"Basically, all I've done is exercise my options, according to the rules," she said. "This is not an individual seat, and it is not a district seat. This person is here to represent the county." And then the vote went down - 4-1, Rodoni dissenting - and he was sent off into the sunset.


Well, we're not quite sure that his analogy would quite hold up to any sort of rigorous scrutiny, but Dennis Mayowas right - that sure was a good time had by all at the Eureka City Council meeting Thursday night. Long story short, since you've probably heard it all already, was that after enduring a madcap race up Highway 101 in order to make it home in time for the meeting, Polly Endert, Mayor Bass' appointee to fill the empty seat on the City Council, was confirmed with a unanimous endorsement by the Council's sitting members.

It was sort of a Kumbaya moment, and Bass deserves every drop of the praise that has since been showered upon her for engineering the bipartisan process that led up to the appointment. Even Councilmember Larry Glass, who had been feeling kind of pissed off and loop-excluded when we talked to him last Tuesday, had been reassured by the time the Council meeting rolled around. After the 4-0 vote on the Endert appointment had been taken, everyone sort of milled about with smiles on their faces.

And to tell the truth, the appointment itself wasn't the evening's only olive-branch moment. The Council also unanimously agreed to appoint Glass to assist City Manager Dave Tysonin going over the applications the city has received from people interested in becoming its new police chief. Glass has expressed great interest in fixing the police department, and as someone pointed out - was it Mike Jones? - he himself has something of a background in law enforcement, having, in his youth, attended the Los Angeles Police Department's academy. The unanimous vote was a mark of confidence in the rookie council member, and was bound to be much appreciated.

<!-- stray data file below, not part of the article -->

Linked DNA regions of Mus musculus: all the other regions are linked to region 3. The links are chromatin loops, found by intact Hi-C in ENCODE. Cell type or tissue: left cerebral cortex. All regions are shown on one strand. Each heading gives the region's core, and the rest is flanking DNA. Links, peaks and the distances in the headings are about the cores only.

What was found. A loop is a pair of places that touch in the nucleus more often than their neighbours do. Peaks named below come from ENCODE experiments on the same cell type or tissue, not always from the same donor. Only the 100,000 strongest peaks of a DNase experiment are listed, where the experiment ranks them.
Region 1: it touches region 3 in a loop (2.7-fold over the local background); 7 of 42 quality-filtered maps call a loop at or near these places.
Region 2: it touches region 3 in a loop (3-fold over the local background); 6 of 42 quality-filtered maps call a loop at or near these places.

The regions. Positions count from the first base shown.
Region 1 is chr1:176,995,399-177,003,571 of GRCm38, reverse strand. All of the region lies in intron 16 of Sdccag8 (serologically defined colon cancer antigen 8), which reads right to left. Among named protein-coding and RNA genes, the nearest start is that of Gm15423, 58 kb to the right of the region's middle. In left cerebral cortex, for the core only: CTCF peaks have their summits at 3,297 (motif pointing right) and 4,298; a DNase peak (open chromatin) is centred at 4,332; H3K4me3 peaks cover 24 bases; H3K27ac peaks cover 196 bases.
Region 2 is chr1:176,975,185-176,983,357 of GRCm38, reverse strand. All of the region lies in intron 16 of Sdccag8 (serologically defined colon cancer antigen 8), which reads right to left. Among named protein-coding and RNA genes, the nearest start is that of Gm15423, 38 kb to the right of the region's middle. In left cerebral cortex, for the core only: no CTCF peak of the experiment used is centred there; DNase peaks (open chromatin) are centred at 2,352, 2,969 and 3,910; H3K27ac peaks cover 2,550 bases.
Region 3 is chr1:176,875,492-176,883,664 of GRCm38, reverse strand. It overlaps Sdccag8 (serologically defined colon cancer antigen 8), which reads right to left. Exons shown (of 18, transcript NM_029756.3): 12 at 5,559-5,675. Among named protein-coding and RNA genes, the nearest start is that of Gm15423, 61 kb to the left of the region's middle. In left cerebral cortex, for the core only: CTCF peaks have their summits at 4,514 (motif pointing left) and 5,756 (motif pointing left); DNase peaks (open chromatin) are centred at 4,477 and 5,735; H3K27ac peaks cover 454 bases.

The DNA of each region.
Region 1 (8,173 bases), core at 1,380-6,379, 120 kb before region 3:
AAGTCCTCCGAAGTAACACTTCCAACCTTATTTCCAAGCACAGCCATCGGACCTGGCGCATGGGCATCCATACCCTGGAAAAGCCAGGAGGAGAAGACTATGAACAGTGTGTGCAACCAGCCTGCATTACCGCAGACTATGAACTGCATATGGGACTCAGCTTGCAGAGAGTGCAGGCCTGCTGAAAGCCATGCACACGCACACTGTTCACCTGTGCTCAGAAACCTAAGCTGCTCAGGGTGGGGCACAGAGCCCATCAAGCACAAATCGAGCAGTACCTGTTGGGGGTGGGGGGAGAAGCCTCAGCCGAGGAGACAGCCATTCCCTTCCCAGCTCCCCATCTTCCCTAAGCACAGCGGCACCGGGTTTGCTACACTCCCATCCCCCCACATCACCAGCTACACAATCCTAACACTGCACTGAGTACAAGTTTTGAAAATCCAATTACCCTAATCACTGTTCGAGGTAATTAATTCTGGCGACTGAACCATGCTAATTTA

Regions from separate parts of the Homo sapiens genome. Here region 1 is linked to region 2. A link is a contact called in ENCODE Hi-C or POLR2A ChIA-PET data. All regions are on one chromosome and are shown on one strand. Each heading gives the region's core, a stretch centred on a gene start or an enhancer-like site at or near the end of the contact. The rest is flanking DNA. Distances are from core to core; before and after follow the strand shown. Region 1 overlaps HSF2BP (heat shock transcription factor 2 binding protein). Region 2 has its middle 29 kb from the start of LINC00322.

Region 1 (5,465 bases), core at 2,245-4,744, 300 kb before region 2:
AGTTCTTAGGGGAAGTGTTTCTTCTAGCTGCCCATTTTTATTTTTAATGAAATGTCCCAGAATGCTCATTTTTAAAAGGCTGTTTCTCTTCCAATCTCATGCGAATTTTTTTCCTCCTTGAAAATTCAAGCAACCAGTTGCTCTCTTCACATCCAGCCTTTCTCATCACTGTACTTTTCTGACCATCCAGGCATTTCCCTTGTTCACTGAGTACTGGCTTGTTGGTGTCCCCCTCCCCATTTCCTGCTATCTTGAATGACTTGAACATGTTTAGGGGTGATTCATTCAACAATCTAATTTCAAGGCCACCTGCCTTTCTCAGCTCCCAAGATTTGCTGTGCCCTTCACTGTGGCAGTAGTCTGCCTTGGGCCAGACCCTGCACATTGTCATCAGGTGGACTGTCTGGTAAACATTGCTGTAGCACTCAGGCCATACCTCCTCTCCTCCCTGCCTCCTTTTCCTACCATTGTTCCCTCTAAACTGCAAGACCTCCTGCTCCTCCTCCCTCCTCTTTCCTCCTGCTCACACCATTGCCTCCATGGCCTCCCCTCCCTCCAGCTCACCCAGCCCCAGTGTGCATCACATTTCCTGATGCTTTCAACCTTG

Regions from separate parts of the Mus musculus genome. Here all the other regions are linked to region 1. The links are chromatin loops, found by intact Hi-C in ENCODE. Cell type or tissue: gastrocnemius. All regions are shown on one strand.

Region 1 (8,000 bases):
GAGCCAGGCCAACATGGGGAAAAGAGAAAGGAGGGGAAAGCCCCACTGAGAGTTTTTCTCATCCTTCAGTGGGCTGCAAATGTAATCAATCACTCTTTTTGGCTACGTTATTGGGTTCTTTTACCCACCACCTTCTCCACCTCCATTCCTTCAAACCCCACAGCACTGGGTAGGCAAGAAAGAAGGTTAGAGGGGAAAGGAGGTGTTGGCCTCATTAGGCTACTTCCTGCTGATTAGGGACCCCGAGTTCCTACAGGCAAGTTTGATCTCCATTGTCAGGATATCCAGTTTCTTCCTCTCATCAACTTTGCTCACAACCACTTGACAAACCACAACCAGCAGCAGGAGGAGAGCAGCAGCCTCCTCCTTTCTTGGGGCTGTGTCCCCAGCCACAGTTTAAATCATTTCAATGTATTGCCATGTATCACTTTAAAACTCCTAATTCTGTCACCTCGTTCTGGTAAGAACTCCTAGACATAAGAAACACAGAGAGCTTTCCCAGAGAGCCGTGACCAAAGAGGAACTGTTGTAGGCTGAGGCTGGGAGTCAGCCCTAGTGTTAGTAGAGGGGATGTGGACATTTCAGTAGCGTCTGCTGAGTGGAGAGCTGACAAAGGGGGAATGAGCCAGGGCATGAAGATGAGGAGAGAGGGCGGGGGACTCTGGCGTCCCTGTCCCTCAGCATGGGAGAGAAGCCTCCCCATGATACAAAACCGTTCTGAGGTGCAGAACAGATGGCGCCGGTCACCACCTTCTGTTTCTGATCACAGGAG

Is it always going to be this way? Is the peace going to hold? Wouldn't that be nice? Sure, there are some big issues coming down the pike - not least, of course, Rob and Cherie Arkley's already divisive Home Depot-anchored "Marina Center" development - but perhaps it will be possible to respectfully disagree on matters, without each side resorting to crude caricature of the other. Perhaps the nastiest aspects of the Marina Center controversy will be punted off to the Coastal Commission, where, given the local progressive loss in November, the antis have a better chance of making a stand.

For now, it feels either like a honeymoon or the beginning of a new Golden Age, though civilian fear-mongering on both sides (all sides) will no doubt continue unabated. Sorry - this is just a nasty place that way. It ain't my fault!

Not always, though. At the beginning of the council meeting, before Endert had arrived, the Council decided to hold a moment of silence for Tish Wilburn, the cranky woman-about-town who had died suddenly earlier in the week, just after her quirky race for City Council. Then several of the councilmembers shared their Tish memories, many of them dating from the time she was known as Tish Carney and working as a reporter for KHSU.

It was touching. Mayor Bass fondly recalled her first conversation with Tish, whom she met when she was first deciding to run from council. Tish was in her intrepid reporter mode, Bass said. As the Mayor recalled it, the first words out of Carney's mouth were: "Is it true that you're just Jim Gupton in a skirt?" It got a good laugh.

Fare-the-well, Tish! You were a pain in the ass, but you managed never to be an ass yourself.

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Hank Sims